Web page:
of days the vehicle was not available for private use). Subtract any contributions by the
Cost Price $25,000
Kilometres travelled per annum 17,000
$25,000 x 20% = $ 5,000 (taxable value)
Tax Payable 46.5% $ 2,325
6. Actual Operating Cost Method
.1 Determine operating costs for the period, e.g. fuel, insurance, repairs and registration etc.
.2 Calculate depreciation for the period
.3 Calculate interest ( written down depreciated value multiplied by the benchmark interest
rate - regardless of what, is actually paid, if any).
.4 Add 1, 2 and 3 together.
Multiply that amount by the percentage of private use during the year or part of the year when the
motor vehicle was used to provide fringe benefits. (This is determined by use of a log book to be
kept for a minimum of 12 consecutive weeks).
Deduct any employee contribution, e.g.:
Total Operating Costs $ 4,000
Written Down Depreciated Value $20,000 @ 22.5% $ 4,500
Benchmark interest $20,000 @ 6.05% $ 1,210
Private Use Percentage per log = 30% ($9,710 x 30%) = $ 2,913
Tax Payable 46.5% = $1,354
7. Self Employed Or In A Partnership
If you are a self-employed person or in a partnership then the treatment of motor vehicles
expenses is different from that outlined above.
If you wish to claim a percentage higher than 33.1/3% of your motor vehicle expenses then you
must keep a log book. You must also keep full details of the expenditure that has been incurred in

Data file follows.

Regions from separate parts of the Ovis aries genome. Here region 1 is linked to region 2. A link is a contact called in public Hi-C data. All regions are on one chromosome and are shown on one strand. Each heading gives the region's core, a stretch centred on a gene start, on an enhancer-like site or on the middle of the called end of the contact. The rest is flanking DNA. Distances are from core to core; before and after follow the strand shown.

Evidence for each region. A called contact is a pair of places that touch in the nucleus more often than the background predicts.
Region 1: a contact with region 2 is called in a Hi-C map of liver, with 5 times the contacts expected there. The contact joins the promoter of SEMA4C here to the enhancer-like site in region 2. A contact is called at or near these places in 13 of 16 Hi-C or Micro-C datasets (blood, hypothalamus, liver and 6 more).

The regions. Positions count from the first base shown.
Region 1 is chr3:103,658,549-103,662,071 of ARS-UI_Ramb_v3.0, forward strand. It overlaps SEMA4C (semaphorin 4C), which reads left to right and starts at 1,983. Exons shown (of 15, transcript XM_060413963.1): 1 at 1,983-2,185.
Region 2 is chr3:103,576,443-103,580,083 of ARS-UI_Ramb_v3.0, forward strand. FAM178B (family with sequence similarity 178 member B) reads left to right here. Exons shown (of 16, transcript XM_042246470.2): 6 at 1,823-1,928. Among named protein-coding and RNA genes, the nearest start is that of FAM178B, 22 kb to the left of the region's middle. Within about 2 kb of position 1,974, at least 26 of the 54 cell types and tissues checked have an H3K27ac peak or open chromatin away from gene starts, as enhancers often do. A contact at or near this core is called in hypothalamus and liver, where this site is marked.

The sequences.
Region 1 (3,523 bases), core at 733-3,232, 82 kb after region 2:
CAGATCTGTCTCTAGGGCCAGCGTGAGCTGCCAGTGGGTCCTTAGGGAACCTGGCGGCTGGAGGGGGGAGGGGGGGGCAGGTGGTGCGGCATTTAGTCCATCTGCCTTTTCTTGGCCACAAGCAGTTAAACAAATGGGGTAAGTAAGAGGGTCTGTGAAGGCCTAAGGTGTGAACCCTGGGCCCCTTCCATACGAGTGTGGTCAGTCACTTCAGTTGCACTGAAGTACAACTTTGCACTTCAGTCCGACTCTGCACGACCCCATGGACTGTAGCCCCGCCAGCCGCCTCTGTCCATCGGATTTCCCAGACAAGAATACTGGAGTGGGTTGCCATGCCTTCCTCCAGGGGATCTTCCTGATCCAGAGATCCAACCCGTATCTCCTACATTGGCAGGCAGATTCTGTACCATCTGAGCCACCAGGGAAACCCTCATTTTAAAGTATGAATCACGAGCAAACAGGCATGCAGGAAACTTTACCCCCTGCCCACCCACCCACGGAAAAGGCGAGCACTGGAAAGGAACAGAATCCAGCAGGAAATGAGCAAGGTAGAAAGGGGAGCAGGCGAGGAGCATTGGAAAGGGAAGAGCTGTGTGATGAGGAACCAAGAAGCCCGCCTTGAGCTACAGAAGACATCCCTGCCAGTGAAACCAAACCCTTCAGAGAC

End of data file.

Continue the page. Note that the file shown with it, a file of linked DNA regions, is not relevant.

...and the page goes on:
running your vehicle. The percentage as per your log book that relates to business purposes, is the
percentage of the actual motor vehicle expenses that is claimed.
8. Log Book Maintenance
In all cases the Taxation Office only requires the log book to be kept for 3 months, subject to there
being no major change in your use of the vehicle, which would render the 3 month period as being
non-representative of a full 12 month period.
9. Travel For Business Of Less Than 5000 Kilometres Per Annum
If you travel less than 5,000 kilometres for business purposes per annum then you can claim motor
vehicle expenses on a cents/kilometre basis based on the size of the vehicle engine.
Rates Per Business Kilometre
Ordinary Car - Engine Rotary Engine Car - Engine
Capacity Capacity Cents Per Kilometre
1600 cc 800 cc 63 cents
1601 cc to 2600 cc 801 cc to 1300 cc 74 cents
2601 cc + 1301 cc + 75 cents
10. More Than 5000 Kilometres On Business - 12% Of Cost Method
If you used your car to travel more than 5,000 Business kilometres during the year then you can
use the 12% of original value method. i.e. 12% of the cost of the car if you bought it or 12% of the
market value at the time you first leased it.
11. Most Appropriate Method
As you can see from the foregoing, there are many variations on the treatment of motor vehicle
expenses. It is recommended that you consult your Professional Accountant for a discussion on
the most appropriate method of claiming for motor vehicle expenses as it relates to your business.